Cebu Pacific chief Mike Szucs has ruled out venturing into long-haul operations, despite acknowledging that the “best fare growth” has been seen on these routes in the post-pandemic operating environment. 

Speaking during a results briefing on 10 May, Szucs points out that because of under-capacity on some of these routes, which include trans-Pacific flights from the Philippines to North America, yields have gone up, allowing operators like compatriot Philippine Airlines to reap profits. 


Source: Wikimedia Commons

“There is that temptation to go in there and get some high yields. But we feel at some point there will be inevitable [market] correction,” he says. 

“It is not what we do… it is not our DNA,” Szucs adds. 

The low-cost carrier will focus its operations on what Szucs calls a “four-hour circle” from the Philippines, which refers to flights of about 4h from the country, offering it a catchment of over 2 billion people.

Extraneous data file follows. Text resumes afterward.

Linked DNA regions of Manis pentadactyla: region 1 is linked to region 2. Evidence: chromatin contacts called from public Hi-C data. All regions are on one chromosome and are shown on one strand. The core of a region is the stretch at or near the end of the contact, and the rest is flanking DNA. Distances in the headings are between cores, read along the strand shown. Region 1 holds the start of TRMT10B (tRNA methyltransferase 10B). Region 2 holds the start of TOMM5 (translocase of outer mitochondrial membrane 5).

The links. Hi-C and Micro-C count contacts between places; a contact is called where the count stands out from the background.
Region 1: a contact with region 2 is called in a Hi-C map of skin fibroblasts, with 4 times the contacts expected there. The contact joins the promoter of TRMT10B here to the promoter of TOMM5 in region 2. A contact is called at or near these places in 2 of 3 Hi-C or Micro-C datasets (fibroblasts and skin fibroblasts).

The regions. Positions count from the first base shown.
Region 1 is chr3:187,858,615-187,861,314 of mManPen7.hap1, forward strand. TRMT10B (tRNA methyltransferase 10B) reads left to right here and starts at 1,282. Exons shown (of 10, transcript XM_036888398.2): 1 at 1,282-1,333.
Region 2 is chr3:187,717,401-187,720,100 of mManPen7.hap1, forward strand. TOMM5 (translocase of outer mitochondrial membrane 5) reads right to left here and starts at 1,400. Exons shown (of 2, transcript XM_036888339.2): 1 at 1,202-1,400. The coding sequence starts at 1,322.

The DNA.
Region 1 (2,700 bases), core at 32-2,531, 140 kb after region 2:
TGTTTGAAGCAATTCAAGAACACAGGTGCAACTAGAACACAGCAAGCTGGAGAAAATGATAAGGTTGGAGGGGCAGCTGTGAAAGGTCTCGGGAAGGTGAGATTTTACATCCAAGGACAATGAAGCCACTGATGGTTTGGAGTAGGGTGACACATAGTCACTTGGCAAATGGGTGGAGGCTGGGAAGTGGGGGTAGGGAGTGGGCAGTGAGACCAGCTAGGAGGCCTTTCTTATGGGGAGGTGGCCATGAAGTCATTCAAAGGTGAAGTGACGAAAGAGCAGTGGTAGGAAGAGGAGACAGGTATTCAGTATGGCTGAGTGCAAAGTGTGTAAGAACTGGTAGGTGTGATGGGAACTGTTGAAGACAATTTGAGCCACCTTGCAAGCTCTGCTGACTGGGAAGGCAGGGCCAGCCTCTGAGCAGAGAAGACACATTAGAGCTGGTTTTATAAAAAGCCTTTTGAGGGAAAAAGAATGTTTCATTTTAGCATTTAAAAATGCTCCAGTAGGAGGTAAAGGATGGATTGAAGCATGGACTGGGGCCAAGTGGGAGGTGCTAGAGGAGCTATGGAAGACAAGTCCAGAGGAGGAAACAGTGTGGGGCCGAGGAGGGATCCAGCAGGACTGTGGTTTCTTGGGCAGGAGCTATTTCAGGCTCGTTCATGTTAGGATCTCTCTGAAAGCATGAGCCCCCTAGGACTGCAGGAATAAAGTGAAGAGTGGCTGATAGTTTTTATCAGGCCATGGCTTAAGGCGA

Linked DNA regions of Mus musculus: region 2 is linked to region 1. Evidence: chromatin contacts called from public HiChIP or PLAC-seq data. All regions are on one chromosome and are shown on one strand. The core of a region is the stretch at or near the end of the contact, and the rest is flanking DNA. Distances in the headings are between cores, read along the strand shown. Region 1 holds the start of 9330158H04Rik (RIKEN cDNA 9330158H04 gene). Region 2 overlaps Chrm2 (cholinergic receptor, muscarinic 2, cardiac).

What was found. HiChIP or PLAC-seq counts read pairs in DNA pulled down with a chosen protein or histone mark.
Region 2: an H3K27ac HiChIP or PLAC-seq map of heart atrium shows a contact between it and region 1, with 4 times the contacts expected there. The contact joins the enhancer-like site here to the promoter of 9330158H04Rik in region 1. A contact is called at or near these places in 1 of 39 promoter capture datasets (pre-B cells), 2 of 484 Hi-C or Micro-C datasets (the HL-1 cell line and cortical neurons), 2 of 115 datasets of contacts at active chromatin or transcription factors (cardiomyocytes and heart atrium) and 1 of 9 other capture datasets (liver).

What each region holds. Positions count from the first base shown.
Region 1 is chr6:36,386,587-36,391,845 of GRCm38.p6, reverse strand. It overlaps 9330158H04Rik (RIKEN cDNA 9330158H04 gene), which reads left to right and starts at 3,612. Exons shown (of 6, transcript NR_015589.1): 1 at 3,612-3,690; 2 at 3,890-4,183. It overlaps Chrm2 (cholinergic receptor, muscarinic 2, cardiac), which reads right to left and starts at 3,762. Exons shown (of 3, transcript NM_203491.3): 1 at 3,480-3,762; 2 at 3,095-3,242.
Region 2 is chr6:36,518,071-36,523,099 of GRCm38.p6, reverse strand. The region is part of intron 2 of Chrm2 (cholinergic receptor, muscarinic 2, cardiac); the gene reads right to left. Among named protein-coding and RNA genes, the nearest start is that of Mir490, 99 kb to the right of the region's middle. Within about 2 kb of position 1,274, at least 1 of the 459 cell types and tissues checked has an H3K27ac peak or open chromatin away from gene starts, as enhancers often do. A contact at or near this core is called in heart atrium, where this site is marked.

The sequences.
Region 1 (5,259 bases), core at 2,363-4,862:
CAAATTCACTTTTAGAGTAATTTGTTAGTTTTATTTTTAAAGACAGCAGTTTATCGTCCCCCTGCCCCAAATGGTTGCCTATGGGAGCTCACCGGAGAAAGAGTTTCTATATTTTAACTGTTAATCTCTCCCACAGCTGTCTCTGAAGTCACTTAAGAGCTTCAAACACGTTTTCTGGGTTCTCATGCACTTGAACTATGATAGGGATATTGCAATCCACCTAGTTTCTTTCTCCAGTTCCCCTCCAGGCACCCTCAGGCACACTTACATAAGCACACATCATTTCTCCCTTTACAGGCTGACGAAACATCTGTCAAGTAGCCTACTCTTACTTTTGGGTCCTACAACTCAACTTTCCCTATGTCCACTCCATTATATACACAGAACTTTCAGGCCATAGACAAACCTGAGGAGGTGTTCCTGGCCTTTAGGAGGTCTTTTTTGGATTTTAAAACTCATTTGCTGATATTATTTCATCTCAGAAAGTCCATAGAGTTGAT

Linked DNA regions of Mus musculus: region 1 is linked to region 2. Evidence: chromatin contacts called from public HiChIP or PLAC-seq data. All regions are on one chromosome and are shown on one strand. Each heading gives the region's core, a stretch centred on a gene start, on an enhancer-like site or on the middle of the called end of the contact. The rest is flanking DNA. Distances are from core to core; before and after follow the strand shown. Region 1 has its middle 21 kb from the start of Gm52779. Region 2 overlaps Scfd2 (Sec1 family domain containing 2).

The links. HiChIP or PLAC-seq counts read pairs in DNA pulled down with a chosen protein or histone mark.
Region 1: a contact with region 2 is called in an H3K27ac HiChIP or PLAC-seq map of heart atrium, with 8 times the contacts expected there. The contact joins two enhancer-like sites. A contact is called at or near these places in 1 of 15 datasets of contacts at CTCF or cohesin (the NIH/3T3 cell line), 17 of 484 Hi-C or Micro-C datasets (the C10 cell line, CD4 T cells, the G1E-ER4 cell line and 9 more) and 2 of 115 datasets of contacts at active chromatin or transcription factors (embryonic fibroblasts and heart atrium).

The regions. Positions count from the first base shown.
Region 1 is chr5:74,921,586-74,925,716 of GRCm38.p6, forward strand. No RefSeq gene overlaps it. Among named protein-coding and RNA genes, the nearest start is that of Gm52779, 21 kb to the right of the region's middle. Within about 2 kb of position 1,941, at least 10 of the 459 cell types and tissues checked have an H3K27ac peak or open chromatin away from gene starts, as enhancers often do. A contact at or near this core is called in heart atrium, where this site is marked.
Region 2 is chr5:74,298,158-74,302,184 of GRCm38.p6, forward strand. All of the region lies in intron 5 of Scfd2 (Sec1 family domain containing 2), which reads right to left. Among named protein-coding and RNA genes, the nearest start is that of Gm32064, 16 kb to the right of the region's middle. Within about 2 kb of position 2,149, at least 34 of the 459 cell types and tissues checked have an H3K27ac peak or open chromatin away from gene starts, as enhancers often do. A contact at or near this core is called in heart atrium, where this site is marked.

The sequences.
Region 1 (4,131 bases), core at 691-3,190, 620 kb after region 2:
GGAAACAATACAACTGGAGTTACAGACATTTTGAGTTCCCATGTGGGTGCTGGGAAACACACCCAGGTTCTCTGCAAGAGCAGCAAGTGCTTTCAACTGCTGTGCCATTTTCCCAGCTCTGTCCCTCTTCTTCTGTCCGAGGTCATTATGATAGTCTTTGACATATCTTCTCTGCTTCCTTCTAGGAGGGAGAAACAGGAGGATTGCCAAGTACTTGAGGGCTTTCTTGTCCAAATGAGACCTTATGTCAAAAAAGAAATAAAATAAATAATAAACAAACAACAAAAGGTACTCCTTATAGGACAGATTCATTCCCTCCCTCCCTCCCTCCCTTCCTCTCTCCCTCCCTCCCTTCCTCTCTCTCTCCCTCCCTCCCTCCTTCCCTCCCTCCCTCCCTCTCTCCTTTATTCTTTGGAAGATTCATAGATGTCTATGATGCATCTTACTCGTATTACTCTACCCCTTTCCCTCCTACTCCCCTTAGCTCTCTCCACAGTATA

“We’ve got plenty of addressable markets… very close to home that doesn’t stretch or challenge the business model that we have been accustomed to,” he says. 

Szucs was responding to a question on whether Cebu Pacific was eyeing the long-haul market, especially as other low-cost operators like India’s IndiGo step up to widebody long-range operations. 

IndiGo in late April announced a commitment for Airbus A350 jets, comprising 30 firm orders and purchase rights for another 70. IndiGo chief Pieter Elbers said the order will allow IndiGo to “connect to the world” from India’s metro cities. 

While Cebu has widebodies in its fleet – in the form of A330s – and a small long-haul network comprising points in the Middle East, Szucs says these are “very much outliers” to its business model. Furthermore, the airline utilises its widebodies to provide extra capacity on its short-haul network. 

“One can anticipate that we will stick to our guns. We see a huge opportunity in this part of the world,” he adds. 

The airline saw its first-quarter profit double as a jump in revenue – driven by strong passenger travel demand – outpaced an increase in costs.